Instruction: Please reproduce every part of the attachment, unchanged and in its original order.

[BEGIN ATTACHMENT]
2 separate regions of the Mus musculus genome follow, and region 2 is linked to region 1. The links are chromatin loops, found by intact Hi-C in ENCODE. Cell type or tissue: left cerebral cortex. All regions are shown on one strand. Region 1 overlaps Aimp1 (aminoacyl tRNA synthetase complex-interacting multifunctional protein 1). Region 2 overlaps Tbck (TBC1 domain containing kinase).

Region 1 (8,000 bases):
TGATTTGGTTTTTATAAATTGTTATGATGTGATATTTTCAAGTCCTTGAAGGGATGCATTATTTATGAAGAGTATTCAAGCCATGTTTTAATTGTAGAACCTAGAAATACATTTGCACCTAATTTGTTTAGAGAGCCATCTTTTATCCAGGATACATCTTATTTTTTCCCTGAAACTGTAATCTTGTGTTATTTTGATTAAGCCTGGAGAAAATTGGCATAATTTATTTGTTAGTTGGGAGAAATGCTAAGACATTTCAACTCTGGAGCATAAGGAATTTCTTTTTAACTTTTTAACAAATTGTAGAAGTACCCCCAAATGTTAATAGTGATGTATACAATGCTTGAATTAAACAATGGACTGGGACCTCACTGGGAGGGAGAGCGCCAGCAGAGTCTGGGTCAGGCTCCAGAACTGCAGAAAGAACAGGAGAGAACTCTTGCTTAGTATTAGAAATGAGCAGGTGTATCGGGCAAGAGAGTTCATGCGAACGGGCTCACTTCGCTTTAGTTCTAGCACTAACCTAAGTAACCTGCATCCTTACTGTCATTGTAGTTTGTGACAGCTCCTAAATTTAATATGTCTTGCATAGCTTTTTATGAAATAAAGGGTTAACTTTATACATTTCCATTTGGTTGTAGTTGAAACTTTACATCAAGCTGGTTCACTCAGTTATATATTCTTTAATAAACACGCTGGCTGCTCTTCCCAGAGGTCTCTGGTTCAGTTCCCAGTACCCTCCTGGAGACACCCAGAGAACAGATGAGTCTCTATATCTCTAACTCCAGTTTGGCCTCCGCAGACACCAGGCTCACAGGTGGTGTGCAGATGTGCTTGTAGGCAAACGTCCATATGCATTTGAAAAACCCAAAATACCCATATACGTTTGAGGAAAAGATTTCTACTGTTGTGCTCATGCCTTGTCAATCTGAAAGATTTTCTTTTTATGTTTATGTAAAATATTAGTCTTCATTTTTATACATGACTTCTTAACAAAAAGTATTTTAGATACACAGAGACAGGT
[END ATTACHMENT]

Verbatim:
2 separate regions of the Mus musculus genome follow, and region 2 is linked to region 1. The links are chromatin loops, found by intact Hi-C in ENCODE. Cell type or tissue: left cerebral cortex. All regions are shown on one strand. Region 1 overlaps Aimp1 (aminoacyl tRNA synthetase complex-interacting multifunctional protein 1). Region 2 overlaps Tbck (TBC1 domain containing kinase).

Region 1 (8,000 bases):
TGATTTGGTTTTTATAAATTGTTATGATGTGATATTTTCAAGTCCTTGAAGGGATGCATTATTTATGAAGAGTATTCAAGCCATGTTTTAATTGTAGAACCTAGAAATACATTTGCACCTAATTTGTTTAGAGAGCCATCTTTTATCCAGGATACATCTTATTTTTTCCCTGAAACTGTAATCTTGTGTTATTTTGATTAAGCCTGGAGAAAATTGGCATAATTTATTTGTTAGTTGGGAGAAATGCTAAGACATTTCAACTCTGGAGCATAAGGAATTTCTTTTTAACTTTTTAACAAATTGTAGAAGTACCCCCAAATGTTAATAGTGATGTATACAATGCTTGAATTAAACAATGGACTGGGACCTCACTGGGAGGGAGAGCGCCAGCAGAGTCTGGGTCAGGCTCCAGAACTGCAGAAAGAACAGGAGAGAACTCTTGCTTAGTATTAGAAATGAGCAGGTGTATCGGGCAAGAGAGTTCATGCGAACGGGCTCACTTCGCTTTAGTTCTAGCACTAACCTAAGTAACCTGCATCCTTACTGTCATTGTAGTTTGTGACAGCTCCTAAATTTAATATGTCTTGCATAGCTTTTTATGAAATAAAGGGTTAACTTTATACATTTCCATTTGGTTGTAGTTGAAACTTTACATCAAGCTGGTTCACTCAGTTATATATTCTTTAATAAACACGCTGGCTGCTCTTCCCAGAGGTCTCTGGTTCAGTTCCCAGTACCCTCCTGGAGACACCCAGAGAACAGATGAGTCTCTATATCTCTAACTCCAGTTTGGCCTCCGCAGACACCAGGCTCACAGGTGGTGTGCAGATGTGCTTGTAGGCAAACGTCCATATGCATTTGAAAAACCCAAAATACCCATATACGTTTGAGGAAAAGATTTCTACTGTTGTGCTCATGCCTTGTCAATCTGAAAGATTTTCTTTTTATGTTTATGTAAAATATTAGTCTTCATTTTTATACATGACTTCTTAACAAAAAGTATTTTAGATACACAGAGACAGGT